On Thursday, the country broke into the top 100 of the FIFA rankings for the first time in eight years and curiously, the usually vocal Football Kenya Federation (FKF) that gobbles up any tiny scrap of success that comes along with relish did not dispatch one of their customary (and irritating) congratulatory messages to newsrooms signed by its lord, Sam Nyamweya.
Perhaps that was the harbinger of what was to come on Sunday in Maseru when the team succumbed to a 1-0 loss to leave them with a mountain to climb when they host Lesotho for the return leg of their second round 2015 Afcon qualifier in Nakuru (why Nakuru? not in any way opposed to devolution) in less than two weeks.
For the risk of incurring a backlash, the defeat to Lesotho was richly deserved and instead of commiserating with the fallen Stars, we should applaud Lesotho who are silently emerging as giant killers after taking Liberia to the cleaners in the first round.
Before the raft of ready excuses are fished out upon the return of the team including poor officiating, maltreatment by the hosts, bad luck et al, the naked truth is Stars were set up to fail since they simply cobbled individuals together to face team.
The old cliché goes failing to plan if planning to fail and there was nothing in the build-up that suggested Stars were taking their Lesotho assignment with the seriousness it deserved, after all, football is a sport where the 23 squad members MUST function as an individual on the pitch.
While 18 members of the team were enjoying their sunshine break in Brazil to watch Nigeria take on Argentina, tiny Lesotho travelled to play Tanzania in a friendly, getting a good idea of how East Africans play and from that, they were able to formulate a plan to contain Stars.
Since they beat Liberia 2-1 on aggregate, Lesotho have been in camp gelling as a team, with most of their players based in their domestic league that was adjusted to give them more time.
Stars waited until some six days to go for head coach Adel Amrouche to convene his players, with the foreign contingent joining the team for the hastily arranged friendly with Burundi on Tuesday that did little to aid their cause.
In between, FKF gashed about the ‘unity’ in the squad after hosting them to dinner to watch the World Cup final at a swanky Nairobi hotel as if they were preparing for a seven course late lunch in Maseru.
Nyamweya and his mandarins need to realise to quote Brazil star Neymar, “Other countries have moved ahead and we must catch up,” of course, not about Stars but his Brazilian side that was shamed despite reaching the World Cup semis and it’s time to dispel this notion that Kenya are a force in football despite boasting fine talent.
Oliech’s absence not a factor
Upon return, Amrouche will see members of his team scatter to their clubs, here and overseas with the likelihood he will miss his captain, Victor Wanyama, who will most certainly be involved with pre-season preparations with Southampton alongside other foreign players who are taken as the backbone of the team.
Being outside the FIFA calendar, these clubs are not obliged to release their players as Lillestrom of Norway did with keeper Arnold Origi and in the full knowledge of that, FKF did not put a contingency in place since to them, Maseru was a stroll in the park.
We will be told of how the team missed chances and luck to win the game by a mile but the cold reality is in modern football, the margins are so thin, the width of a post, the frame of the goal or in the case of Allan Wanga and Jacob Keli on Sunday, inaccuracy in front of goal.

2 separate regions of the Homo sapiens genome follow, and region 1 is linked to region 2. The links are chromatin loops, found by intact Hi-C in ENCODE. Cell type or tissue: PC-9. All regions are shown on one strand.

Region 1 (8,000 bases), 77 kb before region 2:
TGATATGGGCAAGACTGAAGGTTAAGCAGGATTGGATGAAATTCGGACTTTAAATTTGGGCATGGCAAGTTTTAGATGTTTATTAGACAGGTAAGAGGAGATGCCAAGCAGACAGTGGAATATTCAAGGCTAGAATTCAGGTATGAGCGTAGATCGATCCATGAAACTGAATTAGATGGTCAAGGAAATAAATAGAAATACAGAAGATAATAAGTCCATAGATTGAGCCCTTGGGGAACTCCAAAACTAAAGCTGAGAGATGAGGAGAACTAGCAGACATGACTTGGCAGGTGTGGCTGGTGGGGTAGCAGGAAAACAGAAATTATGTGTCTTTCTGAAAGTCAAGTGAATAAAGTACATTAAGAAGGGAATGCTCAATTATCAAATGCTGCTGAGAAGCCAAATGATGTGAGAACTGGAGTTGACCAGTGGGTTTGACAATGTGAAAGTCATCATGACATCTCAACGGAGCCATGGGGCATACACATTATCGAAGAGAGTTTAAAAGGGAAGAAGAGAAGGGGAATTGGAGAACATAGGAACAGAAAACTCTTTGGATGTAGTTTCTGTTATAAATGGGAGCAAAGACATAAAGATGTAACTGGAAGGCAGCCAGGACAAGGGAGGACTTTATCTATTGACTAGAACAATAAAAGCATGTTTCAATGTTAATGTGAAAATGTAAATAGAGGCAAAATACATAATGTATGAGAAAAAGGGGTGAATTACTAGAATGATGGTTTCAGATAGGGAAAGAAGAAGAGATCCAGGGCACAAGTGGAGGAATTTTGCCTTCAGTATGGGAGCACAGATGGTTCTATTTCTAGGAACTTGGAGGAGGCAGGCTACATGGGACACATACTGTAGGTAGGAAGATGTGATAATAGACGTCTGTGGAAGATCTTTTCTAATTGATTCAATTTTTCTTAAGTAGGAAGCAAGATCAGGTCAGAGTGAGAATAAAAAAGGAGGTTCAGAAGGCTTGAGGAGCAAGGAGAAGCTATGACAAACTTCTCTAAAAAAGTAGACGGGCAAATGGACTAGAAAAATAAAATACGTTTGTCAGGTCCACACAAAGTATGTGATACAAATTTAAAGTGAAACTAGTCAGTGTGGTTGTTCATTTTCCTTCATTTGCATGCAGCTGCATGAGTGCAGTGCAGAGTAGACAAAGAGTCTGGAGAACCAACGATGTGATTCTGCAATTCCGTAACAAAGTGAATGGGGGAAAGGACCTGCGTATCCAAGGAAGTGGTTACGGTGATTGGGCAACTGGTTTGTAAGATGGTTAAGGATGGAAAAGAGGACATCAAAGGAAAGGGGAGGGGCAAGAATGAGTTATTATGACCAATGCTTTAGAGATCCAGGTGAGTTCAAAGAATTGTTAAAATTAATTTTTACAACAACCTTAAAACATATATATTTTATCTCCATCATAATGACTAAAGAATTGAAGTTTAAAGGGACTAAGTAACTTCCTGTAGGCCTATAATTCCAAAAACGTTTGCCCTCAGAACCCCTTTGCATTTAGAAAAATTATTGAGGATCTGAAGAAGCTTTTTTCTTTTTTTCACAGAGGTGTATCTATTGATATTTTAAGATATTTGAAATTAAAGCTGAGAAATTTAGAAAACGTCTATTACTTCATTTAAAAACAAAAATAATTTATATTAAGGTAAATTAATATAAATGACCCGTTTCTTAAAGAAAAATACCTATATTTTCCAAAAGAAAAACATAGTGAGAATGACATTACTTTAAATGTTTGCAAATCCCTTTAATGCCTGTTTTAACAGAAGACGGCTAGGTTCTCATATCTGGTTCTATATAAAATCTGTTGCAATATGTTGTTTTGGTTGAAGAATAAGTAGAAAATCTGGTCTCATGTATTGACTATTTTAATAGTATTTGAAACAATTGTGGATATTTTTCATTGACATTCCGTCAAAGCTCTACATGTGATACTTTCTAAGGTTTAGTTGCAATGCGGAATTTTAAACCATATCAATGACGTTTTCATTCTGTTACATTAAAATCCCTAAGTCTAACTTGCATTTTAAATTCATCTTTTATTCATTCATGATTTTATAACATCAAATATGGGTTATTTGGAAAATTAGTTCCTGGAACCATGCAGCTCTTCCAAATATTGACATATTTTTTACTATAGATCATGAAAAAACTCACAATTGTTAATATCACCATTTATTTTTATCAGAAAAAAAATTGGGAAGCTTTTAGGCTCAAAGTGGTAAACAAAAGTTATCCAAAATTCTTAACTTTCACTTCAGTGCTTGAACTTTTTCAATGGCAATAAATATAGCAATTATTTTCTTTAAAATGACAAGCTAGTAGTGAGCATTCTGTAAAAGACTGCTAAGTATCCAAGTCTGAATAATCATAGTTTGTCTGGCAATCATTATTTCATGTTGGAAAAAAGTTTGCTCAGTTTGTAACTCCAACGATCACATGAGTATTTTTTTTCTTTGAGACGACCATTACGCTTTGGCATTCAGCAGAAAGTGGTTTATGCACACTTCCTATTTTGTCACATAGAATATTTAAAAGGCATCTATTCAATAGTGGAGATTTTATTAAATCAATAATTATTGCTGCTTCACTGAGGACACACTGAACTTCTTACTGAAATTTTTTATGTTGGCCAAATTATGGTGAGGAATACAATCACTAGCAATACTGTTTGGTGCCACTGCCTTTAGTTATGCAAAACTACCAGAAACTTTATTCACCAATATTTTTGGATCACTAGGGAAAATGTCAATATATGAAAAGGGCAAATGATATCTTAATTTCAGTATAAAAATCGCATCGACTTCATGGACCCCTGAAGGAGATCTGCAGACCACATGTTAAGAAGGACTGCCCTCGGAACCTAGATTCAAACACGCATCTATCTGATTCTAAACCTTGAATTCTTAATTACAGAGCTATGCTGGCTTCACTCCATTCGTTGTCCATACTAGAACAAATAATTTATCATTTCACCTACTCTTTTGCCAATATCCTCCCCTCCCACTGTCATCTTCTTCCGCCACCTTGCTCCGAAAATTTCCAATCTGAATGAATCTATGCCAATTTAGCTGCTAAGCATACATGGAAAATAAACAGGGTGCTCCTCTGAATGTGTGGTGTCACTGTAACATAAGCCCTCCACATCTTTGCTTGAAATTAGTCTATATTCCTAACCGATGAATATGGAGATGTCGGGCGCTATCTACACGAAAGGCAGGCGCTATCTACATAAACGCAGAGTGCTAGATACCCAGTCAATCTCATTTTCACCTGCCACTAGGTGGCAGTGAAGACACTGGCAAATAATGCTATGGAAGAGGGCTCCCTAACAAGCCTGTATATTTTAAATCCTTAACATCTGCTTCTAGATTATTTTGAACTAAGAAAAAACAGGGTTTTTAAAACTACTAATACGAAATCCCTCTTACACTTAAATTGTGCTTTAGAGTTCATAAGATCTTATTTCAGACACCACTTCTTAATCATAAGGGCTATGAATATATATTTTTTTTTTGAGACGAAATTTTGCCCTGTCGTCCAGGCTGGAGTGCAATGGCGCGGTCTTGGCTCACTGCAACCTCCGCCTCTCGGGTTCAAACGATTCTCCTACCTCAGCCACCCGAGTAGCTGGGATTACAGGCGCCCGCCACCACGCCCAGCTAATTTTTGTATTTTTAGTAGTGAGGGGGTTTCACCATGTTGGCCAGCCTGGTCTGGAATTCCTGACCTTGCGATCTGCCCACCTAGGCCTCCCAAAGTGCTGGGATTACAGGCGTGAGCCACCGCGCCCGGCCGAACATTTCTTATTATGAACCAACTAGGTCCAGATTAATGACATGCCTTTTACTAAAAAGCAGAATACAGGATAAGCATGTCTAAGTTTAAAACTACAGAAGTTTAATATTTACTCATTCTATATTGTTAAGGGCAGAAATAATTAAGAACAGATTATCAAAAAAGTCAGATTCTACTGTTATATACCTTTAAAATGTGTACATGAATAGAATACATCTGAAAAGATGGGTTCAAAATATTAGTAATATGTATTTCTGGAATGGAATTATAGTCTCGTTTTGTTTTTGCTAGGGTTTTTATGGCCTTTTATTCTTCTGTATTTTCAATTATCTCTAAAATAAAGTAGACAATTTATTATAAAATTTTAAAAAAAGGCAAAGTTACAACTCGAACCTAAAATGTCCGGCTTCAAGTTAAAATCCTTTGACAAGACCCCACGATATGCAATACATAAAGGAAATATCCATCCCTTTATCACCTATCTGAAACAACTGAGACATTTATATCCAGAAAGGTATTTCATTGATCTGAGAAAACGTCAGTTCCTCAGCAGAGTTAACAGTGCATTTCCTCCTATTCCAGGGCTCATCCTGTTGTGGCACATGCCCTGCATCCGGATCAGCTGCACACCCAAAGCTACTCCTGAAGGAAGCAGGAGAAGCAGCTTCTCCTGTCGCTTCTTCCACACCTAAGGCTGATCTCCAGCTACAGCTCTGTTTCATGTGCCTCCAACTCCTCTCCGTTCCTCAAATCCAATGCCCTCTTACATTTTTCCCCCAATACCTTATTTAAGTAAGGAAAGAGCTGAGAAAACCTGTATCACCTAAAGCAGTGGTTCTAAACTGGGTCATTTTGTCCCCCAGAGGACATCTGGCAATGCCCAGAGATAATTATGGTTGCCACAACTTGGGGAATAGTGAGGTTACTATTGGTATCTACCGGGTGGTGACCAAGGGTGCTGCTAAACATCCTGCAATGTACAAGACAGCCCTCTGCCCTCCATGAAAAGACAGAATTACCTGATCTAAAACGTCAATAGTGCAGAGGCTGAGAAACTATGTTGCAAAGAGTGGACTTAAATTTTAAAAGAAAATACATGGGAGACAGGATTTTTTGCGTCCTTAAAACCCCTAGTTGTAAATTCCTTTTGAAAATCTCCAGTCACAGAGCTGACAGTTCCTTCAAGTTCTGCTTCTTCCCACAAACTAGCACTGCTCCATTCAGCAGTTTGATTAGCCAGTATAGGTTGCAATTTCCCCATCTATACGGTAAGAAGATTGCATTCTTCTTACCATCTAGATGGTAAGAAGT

The argument is always fronted that Stars lack axed former captain, Dennis Oliech upfront and the clamour to have him back has already started gathering steam on social media but shouldn’t a nation that boasts of being a football titan find a way past their record scorer?
Colombia World Cup hopes were said to be over when their striking super-star, Radamel Falcao, was injured in the run-up to the Mundial but rather than moan about the loss, they simply shifted James Rodriguez to a more advanced role and boom! The country produced the top scorer in Brazil!
Indeed we don’t boast of the talent of Rodriguez but the fact remains every team worth their salt will always have a Plan B in place. In Kenya’s case, there no working Plan A as we rely on the ‘rojo juu’ (brave heart) modus operadi that on it’s day, works but it’s not a ticket to qualify for Afcon or World Cup finals.
That Bushi Moletsane goal 20 minutes to time could prove enough to slay Stars Nations Cup dreams for another three years and reduce them to travelling to Morocco next year to watch the finals.
Boot camp, suspend KPL
Hope is not lost if FKF, Amrouche and his bench can get their act together, boot camp the individuals they took to Maseru into a team and if necessary, even suspend all domestic competition to give them ample time to turn into a cohesive unit that can conjure at least the two goals they need to overturn the deficit.
Costa Rica, Honduras (before the World Cup) and now Lesotho did that for the sake of their national team taking a good tilt at glory and although suspending the Kenyan Premier League will have ramifications on the fixture schedule and broadcast obligations, it’s a small price to pay for the sake of the aspirations of a nation.
To put it into perspective, Barrack Obama was not US President when Kenya last played at Afcon in 2004, a girl born that year is reaching puberty and within that period, Zambia have been crowned African champions.
Jerim Onyango and Co who travelled to Brazil to watch the World Cup would rather be playing there and exit at the group stage than to say how delighted they were “to learn from the experience,” just like the rest of armchair fans.